The STC 54th Annual Conference

By Mike Hughes

Published: June 4, 2007

“Describing a professional conference is a lot like the proverbial tale of the blind men and the elephant.”

Mike was the organizer for the Sharing Corporate Knowledge Institute, a track within the larger conference.

Describing a professional conference is a lot like the proverbial tale of the blind men and the elephant. One felt the leg and thought it was like a tree; another, the side and thought it was like a wall; and yet another, the tail and thought it was like a rope. Jared Spool opened his blog about the recent STC conference, “Where Did Technical Writing Go? with the following observation: “It is at the 54th Annual Conference of the Society of Technical Communicators, this week in Minneapolis, where I’m getting a glimpse into what I believe to be the demise of technical writing.”

I think Jared must have been standing at the wrong end of the elephant. What I saw was a society of professionals emerging from a process of reflection and redefinition with a vitality and momentum that said, “There’s a new sheriff in town, and she’s brought the posse with her.” The sheriff is Susan Burton, the new STC Director who opened the conference by reporting on some significant changes that have happened this year:

  • the redefinition of the technical communication profession—This new definition for use in the Standard Occupational Classification system could have significant impact on how the profession compares with others and, accordingly, in setting appropriate salary expectations.
  • the addition of key staff members to support critical society services
  • the upgrading of society business infrastructures
  • a complete revision of the society bylaws

The leading member of the posse, Paula Berger―STC’s president―explained the innovations that this conference offered in response to suggestions from the membership:

All of these offerings were in addition to the member papers and presentations that traditionally form the mainstay of the conference. According to the Program Committee Manager, Phylise Banner Klein, only 20% of the proposals submitted this year were accepted—a clear indication of this year’s program committee’s commitment to quality. Demise, indeed!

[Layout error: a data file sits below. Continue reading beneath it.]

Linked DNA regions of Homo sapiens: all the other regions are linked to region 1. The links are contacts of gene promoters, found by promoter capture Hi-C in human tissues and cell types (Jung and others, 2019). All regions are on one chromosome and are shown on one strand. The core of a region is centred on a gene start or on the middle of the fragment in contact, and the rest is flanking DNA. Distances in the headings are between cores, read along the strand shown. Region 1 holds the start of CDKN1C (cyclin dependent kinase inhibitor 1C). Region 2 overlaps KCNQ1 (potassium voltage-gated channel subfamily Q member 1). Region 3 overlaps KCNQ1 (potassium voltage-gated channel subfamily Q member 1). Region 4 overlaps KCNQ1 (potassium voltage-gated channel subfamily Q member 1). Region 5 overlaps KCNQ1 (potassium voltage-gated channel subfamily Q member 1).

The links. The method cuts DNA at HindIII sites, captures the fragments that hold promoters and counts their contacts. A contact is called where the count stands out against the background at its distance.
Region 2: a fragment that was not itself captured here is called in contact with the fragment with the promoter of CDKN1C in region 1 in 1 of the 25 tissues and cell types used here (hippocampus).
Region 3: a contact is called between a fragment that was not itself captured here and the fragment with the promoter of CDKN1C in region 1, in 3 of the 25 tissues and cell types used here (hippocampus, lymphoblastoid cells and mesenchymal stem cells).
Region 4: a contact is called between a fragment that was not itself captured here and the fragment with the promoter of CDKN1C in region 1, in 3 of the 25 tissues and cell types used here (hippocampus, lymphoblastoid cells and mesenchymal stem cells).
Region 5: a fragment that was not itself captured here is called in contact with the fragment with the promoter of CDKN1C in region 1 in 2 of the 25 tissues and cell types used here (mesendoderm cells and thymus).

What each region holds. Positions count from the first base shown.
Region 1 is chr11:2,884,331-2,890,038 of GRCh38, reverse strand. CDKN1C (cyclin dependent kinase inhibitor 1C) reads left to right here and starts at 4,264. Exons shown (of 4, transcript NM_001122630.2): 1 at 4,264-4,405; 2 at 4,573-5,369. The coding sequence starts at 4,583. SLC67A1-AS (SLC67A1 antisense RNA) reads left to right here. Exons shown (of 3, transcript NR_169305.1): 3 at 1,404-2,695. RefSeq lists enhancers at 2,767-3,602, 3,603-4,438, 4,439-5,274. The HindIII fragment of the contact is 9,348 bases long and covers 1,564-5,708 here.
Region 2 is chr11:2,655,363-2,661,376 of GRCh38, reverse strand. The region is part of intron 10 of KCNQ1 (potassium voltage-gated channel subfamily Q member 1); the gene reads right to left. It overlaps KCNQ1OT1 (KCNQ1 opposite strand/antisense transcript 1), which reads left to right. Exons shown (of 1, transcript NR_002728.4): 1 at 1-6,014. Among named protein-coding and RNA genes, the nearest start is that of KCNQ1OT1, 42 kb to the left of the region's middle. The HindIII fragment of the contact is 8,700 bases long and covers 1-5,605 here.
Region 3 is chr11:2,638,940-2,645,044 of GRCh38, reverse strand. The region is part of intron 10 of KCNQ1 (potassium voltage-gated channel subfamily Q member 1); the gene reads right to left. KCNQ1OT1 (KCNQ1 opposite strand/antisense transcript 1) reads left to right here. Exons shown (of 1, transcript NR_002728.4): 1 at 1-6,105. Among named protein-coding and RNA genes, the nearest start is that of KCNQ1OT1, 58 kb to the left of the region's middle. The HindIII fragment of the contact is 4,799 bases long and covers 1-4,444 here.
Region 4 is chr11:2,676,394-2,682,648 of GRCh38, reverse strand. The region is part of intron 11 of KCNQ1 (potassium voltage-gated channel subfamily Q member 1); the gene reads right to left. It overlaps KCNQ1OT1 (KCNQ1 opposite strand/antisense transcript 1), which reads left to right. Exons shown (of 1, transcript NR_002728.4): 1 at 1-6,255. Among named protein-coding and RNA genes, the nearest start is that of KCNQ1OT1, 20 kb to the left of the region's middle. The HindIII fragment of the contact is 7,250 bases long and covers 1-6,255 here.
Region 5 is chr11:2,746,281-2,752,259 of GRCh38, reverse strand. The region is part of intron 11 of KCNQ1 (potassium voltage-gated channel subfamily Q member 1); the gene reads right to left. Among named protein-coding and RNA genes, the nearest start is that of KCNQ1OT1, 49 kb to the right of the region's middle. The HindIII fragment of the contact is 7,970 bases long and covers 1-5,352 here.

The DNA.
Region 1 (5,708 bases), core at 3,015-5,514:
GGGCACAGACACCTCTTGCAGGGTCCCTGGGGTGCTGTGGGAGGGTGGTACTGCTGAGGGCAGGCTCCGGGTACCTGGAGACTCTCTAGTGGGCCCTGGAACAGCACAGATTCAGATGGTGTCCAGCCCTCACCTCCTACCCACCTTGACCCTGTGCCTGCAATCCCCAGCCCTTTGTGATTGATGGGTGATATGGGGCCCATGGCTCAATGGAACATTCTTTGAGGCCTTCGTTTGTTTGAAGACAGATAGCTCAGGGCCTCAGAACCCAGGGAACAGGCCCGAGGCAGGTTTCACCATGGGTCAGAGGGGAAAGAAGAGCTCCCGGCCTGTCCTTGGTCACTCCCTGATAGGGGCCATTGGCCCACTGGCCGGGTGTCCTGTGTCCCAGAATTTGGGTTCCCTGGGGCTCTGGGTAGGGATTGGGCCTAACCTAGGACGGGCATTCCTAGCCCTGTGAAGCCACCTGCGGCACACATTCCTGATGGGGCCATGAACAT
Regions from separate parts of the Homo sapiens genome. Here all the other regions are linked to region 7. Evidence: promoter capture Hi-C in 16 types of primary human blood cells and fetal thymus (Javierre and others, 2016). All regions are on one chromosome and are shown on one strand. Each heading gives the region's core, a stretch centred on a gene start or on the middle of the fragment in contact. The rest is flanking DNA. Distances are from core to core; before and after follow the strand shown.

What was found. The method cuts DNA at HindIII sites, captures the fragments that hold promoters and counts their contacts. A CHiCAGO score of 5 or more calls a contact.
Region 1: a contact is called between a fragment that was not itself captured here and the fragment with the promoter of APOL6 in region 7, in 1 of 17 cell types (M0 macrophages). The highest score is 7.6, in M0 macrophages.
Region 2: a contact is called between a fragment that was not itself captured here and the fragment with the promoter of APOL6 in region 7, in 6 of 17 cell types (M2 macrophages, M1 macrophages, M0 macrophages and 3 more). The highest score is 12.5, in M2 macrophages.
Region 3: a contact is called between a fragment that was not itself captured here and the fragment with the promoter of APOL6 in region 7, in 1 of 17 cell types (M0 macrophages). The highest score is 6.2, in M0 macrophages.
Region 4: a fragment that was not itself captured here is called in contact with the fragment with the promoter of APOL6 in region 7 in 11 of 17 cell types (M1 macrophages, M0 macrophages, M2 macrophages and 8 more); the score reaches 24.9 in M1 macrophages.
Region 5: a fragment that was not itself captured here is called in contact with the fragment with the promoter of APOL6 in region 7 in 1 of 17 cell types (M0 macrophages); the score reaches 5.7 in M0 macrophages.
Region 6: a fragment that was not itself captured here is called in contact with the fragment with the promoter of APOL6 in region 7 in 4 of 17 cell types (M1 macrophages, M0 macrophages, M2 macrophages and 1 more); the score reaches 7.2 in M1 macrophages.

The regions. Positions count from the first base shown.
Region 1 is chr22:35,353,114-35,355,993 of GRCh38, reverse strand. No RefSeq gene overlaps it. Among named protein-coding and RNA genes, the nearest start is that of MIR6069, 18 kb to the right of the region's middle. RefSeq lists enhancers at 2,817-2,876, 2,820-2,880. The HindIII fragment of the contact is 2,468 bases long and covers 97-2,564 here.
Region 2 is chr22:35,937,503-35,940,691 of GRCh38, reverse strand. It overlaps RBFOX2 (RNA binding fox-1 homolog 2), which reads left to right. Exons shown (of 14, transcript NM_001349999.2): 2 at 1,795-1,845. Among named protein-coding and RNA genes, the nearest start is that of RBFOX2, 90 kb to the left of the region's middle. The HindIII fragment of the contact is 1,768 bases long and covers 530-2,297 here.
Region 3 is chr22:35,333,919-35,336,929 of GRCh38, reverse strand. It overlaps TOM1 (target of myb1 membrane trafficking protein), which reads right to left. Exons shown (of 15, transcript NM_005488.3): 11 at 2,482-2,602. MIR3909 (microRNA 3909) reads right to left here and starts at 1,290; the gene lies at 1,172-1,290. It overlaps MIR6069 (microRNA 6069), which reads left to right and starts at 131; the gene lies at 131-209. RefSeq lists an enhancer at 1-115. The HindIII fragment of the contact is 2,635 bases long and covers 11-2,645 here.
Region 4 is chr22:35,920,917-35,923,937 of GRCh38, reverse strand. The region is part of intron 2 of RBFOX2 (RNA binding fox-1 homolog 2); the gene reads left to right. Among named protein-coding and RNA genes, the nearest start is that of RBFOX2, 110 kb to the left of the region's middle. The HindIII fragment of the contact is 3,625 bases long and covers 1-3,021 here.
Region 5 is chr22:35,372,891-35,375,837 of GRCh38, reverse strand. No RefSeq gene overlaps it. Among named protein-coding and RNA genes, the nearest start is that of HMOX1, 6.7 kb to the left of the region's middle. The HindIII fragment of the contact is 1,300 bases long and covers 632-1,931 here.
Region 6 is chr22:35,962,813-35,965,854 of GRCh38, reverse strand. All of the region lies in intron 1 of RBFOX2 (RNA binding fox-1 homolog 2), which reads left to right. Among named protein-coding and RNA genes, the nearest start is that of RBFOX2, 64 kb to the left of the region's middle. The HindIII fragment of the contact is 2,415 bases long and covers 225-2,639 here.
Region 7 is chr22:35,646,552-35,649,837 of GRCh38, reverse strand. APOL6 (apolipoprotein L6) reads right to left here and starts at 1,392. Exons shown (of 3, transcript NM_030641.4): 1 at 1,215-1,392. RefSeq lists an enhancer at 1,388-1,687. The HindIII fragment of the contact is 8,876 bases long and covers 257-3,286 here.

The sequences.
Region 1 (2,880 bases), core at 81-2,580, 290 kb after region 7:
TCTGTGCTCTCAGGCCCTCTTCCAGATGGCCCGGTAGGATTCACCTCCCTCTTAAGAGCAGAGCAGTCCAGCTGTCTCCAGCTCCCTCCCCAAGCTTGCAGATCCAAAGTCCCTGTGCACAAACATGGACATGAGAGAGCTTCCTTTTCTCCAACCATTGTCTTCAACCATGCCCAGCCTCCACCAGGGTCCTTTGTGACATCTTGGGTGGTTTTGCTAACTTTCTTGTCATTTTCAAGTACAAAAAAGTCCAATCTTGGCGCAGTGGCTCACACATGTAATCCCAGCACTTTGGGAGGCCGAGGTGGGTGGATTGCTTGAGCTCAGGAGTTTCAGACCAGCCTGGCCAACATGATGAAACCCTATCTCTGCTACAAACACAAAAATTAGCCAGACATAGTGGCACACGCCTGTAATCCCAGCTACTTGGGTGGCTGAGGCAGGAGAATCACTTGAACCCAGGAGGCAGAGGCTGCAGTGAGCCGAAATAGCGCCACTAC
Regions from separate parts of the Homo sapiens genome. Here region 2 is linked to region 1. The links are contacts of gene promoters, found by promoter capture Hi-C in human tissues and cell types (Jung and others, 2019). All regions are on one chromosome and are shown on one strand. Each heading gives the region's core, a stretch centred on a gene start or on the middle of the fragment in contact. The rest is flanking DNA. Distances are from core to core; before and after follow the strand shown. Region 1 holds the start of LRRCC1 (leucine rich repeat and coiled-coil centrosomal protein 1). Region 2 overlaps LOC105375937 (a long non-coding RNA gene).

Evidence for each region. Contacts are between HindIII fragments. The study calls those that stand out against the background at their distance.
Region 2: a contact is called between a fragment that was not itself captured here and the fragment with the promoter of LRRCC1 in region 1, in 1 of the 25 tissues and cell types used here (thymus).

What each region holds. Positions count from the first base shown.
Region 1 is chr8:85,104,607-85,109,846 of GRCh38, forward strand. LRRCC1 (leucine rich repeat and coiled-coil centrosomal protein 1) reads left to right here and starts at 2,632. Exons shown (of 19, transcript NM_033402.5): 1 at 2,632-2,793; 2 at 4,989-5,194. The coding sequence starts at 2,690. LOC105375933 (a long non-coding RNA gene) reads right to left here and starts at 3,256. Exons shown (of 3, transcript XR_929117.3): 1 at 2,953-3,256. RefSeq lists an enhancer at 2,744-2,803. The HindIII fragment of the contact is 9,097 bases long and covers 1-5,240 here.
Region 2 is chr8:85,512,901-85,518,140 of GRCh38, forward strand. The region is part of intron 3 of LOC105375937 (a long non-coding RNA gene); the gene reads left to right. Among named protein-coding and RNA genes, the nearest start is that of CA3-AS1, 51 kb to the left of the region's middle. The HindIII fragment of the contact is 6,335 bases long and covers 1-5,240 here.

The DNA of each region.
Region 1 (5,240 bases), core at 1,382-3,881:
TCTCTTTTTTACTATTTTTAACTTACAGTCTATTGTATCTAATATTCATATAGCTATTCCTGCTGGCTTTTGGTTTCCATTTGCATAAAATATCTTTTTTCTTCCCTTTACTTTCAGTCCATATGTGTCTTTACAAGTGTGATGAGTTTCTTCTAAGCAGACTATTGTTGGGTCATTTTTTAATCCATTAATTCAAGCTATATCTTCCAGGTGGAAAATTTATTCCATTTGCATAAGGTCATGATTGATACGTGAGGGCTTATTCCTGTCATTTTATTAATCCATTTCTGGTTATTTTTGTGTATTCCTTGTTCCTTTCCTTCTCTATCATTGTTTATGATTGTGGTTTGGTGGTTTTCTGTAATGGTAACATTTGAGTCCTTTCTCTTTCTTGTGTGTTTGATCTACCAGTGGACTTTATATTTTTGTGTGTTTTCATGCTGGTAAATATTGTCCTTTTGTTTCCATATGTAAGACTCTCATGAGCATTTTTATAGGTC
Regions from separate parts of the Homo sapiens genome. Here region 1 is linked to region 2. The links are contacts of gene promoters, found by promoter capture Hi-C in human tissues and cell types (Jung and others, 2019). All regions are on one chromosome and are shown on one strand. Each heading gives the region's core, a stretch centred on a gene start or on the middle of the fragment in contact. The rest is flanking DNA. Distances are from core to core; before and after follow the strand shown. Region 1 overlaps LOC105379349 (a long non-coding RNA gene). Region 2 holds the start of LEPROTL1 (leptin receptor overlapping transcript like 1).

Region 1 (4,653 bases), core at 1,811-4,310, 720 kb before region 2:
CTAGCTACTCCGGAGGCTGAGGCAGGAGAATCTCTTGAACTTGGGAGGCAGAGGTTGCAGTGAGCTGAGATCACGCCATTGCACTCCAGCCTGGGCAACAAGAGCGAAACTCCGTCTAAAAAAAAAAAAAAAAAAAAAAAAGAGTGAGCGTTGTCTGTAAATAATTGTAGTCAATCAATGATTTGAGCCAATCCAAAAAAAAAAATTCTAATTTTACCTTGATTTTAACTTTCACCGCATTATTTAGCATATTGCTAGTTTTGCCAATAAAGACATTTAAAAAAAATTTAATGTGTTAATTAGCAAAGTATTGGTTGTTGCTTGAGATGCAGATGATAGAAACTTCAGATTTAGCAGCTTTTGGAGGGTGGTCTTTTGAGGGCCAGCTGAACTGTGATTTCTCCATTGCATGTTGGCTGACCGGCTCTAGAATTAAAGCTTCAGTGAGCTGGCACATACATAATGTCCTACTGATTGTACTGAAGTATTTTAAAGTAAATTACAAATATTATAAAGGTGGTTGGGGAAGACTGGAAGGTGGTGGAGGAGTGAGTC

So what was hot at STC this year?

  • Web 2.0—Scott Abel’s “Web 2.0 101: Understanding Web 2.0 and Its Impact on Technical Communication” went beyond standing room only—participants were sitting in the aisles. Unfortunately, his was just an hour-long session, but fortunately, he can get a lot into an hour. You can see his slides on SlideShare, an excellent example of Web 2.0 at work. Several other sessions focused on this topic as well. With Web 2.0, the Web has become more interactive and users can take control of their own documentation.
  • XML and DITA (Darwin Information Typing Architecture)—They just won’t go away. Familiar voices like Michael Priestly, Sarah O’Keefe, and others kept spreading the word. Read Michael’s blog about the conference.
  • Platinum sponsorship by Adobe—By securing the platinum sponsor slot, Adobe continued to make a strong effort to establish itself as a stable leader in the technical publications industry—after Macromedia made its disconcerting RoboHiccup, suggesting it would sunset the nearly ubiquitous Help authoring tool RoboHelp. Although I must admit, I enjoyed the cocktail party wars between Adobe and MadCap at the WritersUA conference in Long Beach more than their conservative vendor images at the STC conference.